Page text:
EDMOND, Okla. (AP) _ Gil Morgan set out thinking it would be pretty neat to win a major title on his home course. He's 18 holes away from accomplishing that dream.
Playing at Oak Tree Golf Club, Morgan fought through brisk wind Saturday to shoot an even-par 71 and take a one-stroke lead into the final round of the Senior PGA Championship.
``I think that being able to win this tournament at this point in time in my career at this location, well that would be a real plus for me to be able to win this championship,'' Morgan said.
At 59, Morgan would be the oldest Senior PGA Championship winner since Sam Snead in 1973 and the fourth oldest ever. Jock Hutchinson, who won the first Senior PGA title in 1937 and repeated 10 years later at age 62, is the oldest player to win the tournament.
``I feel like this would be my last opportunity. First of all, you don't have this opportunity very often. And then to have it a couple of times is kind of unique,'' said Morgan, who missed the cut when the PGA Championship came to Oak Tree in 1988.
``At this point in my career, at this point in my life, this probably won't ever come back here in a time frame where I would be able to compete.''
Morgan had three birdies and three bogeys, but fared better than playing partners Peter Jacobsen and Brad Bryant to move closer to winning his first Champions Tour major since the 1998 Senior Players Championship.
Jacobsen, the second-round leader, shot a 75 and Bryant had a 72. Morgan was at 6 under, one stroke ahead of Bryant. Jacobsen was tied with Loren Roberts, three strokes behind Morgan. Only three players broke par, and six others shot par in the third round.
``It was obviously a difficult day for everyone, me included,'' Morgan said.
Morgan birdied the first hole to match Jacobsen at 7 under before Jacobsen ran into trouble midway through the front nine and fell back amid wind gusting up to 35 mph. The wind had been about 10 mph calmer in the second round and ranged from about 7-14 mph in the opening round.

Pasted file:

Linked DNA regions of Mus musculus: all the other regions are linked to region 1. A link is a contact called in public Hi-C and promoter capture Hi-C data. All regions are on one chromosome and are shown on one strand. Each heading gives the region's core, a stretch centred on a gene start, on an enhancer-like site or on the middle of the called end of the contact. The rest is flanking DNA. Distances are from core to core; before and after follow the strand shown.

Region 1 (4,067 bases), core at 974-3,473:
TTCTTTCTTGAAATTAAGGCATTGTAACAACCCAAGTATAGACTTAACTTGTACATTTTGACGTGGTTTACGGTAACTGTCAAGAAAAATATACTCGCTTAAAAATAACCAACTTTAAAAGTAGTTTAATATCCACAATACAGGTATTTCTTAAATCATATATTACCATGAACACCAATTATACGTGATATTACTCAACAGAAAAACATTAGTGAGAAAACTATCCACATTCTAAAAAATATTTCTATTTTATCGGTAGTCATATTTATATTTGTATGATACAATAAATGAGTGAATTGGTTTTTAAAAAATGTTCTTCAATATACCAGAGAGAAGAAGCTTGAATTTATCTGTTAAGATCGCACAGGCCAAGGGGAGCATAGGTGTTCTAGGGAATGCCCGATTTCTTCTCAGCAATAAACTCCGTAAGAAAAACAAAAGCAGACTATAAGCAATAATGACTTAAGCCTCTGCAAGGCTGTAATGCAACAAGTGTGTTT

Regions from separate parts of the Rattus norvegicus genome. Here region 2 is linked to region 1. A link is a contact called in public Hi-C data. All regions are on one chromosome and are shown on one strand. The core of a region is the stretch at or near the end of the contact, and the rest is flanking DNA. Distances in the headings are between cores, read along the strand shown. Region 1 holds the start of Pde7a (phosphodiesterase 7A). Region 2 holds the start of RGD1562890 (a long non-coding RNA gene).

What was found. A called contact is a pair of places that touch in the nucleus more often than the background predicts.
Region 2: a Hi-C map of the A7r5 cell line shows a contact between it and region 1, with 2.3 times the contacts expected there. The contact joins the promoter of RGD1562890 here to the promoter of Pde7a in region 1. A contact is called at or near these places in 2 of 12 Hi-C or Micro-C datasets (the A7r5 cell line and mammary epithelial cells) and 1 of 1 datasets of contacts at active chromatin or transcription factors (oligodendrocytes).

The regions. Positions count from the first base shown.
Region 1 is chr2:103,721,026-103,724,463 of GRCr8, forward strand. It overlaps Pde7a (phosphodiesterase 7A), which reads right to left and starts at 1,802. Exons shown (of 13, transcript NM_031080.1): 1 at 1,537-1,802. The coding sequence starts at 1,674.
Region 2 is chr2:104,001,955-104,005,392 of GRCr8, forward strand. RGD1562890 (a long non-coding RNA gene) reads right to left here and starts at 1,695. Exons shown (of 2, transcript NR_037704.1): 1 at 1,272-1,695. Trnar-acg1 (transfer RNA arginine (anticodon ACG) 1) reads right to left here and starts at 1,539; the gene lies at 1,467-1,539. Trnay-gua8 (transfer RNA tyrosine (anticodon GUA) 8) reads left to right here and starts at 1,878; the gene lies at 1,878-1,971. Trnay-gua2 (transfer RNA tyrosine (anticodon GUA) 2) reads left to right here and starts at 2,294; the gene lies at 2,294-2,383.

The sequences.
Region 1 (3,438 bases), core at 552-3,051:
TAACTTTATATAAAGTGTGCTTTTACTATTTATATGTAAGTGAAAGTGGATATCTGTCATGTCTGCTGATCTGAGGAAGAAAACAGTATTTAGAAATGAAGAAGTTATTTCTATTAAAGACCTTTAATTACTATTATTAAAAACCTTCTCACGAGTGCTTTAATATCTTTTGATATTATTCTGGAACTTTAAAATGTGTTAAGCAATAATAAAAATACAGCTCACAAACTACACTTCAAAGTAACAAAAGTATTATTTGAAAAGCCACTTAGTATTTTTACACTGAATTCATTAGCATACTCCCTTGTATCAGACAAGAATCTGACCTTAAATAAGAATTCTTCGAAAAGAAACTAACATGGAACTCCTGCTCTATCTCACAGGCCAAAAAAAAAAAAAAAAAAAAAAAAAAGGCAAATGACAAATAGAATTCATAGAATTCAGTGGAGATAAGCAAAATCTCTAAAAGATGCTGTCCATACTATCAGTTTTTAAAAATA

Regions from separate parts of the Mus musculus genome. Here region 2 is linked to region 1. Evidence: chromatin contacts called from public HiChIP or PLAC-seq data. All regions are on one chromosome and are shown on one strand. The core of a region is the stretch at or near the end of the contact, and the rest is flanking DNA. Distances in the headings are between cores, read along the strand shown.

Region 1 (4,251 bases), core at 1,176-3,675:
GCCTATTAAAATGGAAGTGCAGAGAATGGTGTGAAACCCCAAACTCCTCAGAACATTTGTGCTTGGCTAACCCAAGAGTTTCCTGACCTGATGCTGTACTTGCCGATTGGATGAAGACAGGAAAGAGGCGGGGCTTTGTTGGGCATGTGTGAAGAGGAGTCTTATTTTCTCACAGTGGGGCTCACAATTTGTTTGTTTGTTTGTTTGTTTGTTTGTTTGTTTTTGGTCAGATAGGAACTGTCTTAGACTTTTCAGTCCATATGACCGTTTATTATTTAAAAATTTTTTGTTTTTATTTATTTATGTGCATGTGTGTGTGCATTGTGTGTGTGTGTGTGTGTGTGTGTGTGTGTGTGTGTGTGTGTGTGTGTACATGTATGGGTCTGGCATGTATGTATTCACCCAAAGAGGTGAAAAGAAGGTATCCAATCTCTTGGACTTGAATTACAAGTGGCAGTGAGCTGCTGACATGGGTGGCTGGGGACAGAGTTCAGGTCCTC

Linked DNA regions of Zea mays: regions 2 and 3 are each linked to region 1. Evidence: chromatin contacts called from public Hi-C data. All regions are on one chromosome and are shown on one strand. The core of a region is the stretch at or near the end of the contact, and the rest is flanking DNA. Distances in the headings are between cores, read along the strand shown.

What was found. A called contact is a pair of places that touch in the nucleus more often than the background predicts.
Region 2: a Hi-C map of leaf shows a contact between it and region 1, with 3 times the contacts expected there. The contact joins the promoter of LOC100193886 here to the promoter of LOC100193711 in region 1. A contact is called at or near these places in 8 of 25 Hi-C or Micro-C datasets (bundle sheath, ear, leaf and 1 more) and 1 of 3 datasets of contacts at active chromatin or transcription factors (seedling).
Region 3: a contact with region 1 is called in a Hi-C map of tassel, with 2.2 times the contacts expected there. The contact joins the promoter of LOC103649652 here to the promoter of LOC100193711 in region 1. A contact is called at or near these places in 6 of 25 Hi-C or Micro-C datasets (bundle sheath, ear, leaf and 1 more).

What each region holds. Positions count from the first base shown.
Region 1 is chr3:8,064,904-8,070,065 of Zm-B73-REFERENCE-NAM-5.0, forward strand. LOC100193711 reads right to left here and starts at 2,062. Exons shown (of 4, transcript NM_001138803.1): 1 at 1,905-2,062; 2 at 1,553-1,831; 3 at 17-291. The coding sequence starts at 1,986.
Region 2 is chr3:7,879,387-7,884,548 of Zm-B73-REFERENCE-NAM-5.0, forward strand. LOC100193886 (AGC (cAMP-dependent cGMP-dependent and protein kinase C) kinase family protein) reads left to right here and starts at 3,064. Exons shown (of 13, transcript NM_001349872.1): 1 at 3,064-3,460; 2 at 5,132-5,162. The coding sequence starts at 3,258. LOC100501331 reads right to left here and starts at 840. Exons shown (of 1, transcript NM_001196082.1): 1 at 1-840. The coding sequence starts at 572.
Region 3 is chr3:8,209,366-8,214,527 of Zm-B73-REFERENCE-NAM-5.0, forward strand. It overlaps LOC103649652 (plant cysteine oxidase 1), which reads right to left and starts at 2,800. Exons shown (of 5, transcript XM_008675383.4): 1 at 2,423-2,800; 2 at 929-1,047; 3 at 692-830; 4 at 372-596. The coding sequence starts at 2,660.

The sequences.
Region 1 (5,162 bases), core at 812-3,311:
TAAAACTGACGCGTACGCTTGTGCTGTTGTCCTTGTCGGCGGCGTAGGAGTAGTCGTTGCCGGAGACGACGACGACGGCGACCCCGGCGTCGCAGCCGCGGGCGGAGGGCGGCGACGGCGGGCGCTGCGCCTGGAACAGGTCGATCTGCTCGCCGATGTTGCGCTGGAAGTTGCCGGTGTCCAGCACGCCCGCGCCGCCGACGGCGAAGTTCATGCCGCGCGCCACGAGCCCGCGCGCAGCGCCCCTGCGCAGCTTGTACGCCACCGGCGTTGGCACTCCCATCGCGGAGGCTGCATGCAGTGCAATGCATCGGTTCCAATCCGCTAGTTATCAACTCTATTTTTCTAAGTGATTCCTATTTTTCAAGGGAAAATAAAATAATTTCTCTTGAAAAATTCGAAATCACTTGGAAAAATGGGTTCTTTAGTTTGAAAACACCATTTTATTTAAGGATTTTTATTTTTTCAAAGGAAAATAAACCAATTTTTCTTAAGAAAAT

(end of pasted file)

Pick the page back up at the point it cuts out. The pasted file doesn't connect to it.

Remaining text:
This was the real Oak Tree _ something players never really got to experience when the PGA Tour came to town 18 years ago.
``It's a lot more treacherous out there today, and with the wind blowing I think that you could really see the teeth of this golf course,'' Morgan said.
Bryant, seeking his first Champions Tour major title, surged into the lead on the par-4 seventh when he hit an 8 iron to 8 feet and made birdie while Morgan and Jacobsen came away with bogeys.
``That was my one shining moment of the day,'' Bryant said.
Morgan had to take a drop on No. 7 after hitting his second shot _ also an 8 iron _ into a small bush and scrambled to get away only one shot behind Bryant.
But fortunes changed at No. 9, where Morgan hit his drive into rough beneath a tree line along the right side of the fairway but chipped onto the green and sank a 16-foot putt for birdie. Bryant missed the fairway to the left and it took him three shots to get onto the green and make bogey.
``I was in the trees and the long grass and then I was in the trees and the long grass,'' Bryant quipped.
Bryant then three-putted for a double bogey on the par-4 11th and two-putted for bogey at the par-4 14th to fall behind the others. He chipped in for birdie at No. 15 and responded to Morgan's birdie at No. 16 with one of his own at the par-4 18th. Bryant had been 7 under on the back nine through two rounds, but ended up 1 over on that side in the third.
Morgan also bogeyed No. 11 and No. 17 and had a birdie at the par-5 16th.
``Gil is a very unusual player and the wind suits him very good,'' Bryant said.
Roberts, a three-time winner this year who's looking to win his second straight major, was tied with Jacobsen for third after an eagle on No. 16 pulled him to par for the round.
Jay Haas, the 2004 runner-up, had three of his five bogeys on the front nine and finished with a 73. He and 2005 player of the year Dana Quigley were tied for fifth at 2 under.
Bryant and Roberts will play in the final threesome Sunday with Morgan, who expected 20 guests for dinner but would get to sleep in his own bed before a final round in which wind were again expected to gust up to about 35 mph.
``Not only does he have a little bit of an advantage knowing the golf course but he has a little bit of an advantage playing in the wind,'' Bryant said. ``But even a little bit of an advantage can be overcome in this game if you have a real good day.''